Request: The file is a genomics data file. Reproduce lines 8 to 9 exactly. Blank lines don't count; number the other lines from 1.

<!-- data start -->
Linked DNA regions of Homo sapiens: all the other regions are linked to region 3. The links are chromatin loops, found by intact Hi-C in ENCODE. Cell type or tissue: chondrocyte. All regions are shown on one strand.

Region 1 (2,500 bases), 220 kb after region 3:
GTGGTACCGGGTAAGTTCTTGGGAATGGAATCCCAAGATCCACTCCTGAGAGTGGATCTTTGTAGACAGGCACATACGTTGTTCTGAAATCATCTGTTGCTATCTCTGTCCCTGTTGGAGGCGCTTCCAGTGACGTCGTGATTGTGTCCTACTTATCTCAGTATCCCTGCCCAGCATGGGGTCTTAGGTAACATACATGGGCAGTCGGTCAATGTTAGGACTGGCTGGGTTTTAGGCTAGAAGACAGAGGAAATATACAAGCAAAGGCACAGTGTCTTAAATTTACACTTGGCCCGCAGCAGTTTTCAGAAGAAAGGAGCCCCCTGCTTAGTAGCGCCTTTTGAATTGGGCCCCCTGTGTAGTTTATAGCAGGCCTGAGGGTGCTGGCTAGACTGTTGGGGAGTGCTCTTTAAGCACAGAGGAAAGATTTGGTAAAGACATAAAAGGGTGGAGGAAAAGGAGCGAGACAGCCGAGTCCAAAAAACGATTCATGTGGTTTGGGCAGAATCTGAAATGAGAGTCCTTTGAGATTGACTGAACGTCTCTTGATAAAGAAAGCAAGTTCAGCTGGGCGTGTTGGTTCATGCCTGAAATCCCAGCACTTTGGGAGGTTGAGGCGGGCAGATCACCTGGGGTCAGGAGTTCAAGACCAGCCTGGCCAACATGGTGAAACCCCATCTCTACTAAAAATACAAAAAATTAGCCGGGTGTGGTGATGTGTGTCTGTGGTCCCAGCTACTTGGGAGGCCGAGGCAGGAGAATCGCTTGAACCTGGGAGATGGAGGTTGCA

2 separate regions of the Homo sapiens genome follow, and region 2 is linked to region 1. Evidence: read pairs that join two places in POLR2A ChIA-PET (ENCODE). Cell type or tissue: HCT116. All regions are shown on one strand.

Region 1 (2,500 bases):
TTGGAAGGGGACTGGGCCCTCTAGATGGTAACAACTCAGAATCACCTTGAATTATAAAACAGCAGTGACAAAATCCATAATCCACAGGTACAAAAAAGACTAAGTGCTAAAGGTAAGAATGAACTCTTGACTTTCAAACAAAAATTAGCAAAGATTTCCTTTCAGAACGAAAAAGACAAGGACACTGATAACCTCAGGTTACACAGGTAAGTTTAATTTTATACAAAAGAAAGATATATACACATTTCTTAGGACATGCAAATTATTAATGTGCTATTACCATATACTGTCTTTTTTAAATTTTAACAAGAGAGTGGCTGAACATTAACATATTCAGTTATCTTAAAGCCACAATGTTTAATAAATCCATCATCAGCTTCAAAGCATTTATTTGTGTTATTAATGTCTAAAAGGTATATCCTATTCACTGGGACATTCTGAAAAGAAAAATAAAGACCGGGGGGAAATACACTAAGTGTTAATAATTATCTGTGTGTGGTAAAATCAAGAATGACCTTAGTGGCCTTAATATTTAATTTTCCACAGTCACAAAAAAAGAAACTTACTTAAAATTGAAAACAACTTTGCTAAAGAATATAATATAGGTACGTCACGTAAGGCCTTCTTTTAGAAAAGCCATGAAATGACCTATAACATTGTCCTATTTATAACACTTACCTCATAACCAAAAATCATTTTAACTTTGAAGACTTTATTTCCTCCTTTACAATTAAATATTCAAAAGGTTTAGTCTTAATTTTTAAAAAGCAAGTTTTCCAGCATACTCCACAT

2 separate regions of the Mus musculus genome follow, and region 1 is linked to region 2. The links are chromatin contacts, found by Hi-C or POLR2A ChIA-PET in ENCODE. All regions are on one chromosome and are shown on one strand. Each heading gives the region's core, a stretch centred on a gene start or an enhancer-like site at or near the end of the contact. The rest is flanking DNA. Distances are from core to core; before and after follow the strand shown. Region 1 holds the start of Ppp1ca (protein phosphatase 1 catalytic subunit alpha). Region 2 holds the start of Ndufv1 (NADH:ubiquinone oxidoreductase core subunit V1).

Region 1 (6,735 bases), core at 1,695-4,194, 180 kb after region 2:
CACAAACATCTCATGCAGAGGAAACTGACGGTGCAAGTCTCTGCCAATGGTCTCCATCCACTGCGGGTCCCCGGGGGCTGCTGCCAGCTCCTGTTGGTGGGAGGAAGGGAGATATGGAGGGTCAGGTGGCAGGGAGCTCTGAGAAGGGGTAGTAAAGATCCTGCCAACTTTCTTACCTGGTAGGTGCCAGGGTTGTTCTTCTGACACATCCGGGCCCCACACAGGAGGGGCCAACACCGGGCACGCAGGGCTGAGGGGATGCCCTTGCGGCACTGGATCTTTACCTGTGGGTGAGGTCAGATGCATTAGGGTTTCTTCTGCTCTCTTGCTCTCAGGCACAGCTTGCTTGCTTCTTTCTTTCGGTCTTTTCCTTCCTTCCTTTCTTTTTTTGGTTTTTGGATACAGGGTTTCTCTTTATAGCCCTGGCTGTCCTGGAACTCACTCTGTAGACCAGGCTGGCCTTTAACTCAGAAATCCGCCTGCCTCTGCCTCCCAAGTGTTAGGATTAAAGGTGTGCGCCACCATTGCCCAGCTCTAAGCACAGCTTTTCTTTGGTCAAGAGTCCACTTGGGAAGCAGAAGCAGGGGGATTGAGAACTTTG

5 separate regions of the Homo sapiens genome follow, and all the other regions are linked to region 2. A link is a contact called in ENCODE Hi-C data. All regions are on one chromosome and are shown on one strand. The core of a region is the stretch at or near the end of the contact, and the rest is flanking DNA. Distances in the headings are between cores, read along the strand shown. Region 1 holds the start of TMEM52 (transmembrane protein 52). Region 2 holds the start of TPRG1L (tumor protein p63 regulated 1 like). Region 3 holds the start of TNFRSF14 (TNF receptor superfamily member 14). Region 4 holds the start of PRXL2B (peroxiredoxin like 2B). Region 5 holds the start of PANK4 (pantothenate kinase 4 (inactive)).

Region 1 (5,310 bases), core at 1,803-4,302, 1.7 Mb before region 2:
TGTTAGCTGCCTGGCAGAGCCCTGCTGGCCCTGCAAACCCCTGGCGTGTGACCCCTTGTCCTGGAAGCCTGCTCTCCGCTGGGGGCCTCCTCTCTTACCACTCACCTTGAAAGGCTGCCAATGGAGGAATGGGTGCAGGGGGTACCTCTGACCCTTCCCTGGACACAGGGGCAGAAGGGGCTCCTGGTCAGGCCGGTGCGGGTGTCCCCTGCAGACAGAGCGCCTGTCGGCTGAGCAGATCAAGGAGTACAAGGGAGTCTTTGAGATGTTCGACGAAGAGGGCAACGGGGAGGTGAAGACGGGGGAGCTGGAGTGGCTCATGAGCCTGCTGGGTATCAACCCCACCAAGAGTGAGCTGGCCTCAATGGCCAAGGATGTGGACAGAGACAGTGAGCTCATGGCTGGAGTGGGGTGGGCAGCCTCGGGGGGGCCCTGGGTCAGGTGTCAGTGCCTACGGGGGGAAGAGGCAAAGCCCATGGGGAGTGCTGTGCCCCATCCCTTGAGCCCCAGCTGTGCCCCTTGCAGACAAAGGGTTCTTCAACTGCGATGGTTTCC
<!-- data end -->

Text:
Region 1 (6,735 bases), core at 1,695-4,194, 180 kb after region 2:
CACAAACATCTCATGCAGAGGAAACTGACGGTGCAAGTCTCTGCCAATGGTCTCCATCCACTGCGGGTCCCCGGGGGCTGCTGCCAGCTCCTGTTGGTGGGAGGAAGGGAGATATGGAGGGTCAGGTGGCAGGGAGCTCTGAGAAGGGGTAGTAAAGATCCTGCCAACTTTCTTACCTGGTAGGTGCCAGGGTTGTTCTTCTGACACATCCGGGCCCCACACAGGAGGGGCCAACACCGGGCACGCAGGGCTGAGGGGATGCCCTTGCGGCACTGGATCTTTACCTGTGGGTGAGGTCAGATGCATTAGGGTTTCTTCTGCTCTCTTGCTCTCAGGCACAGCTTGCTTGCTTCTTTCTTTCGGTCTTTTCCTTCCTTCCTTTCTTTTTTTGGTTTTTGGATACAGGGTTTCTCTTTATAGCCCTGGCTGTCCTGGAACTCACTCTGTAGACCAGGCTGGCCTTTAACTCAGAAATCCGCCTGCCTCTGCCTCCCAAGTGTTAGGATTAAAGGTGTGCGCCACCATTGCCCAGCTCTAAGCACAGCTTTTCTTTGGTCAAGAGTCCACTTGGGAAGCAGAAGCAGGGGGATTGAGAACTTTG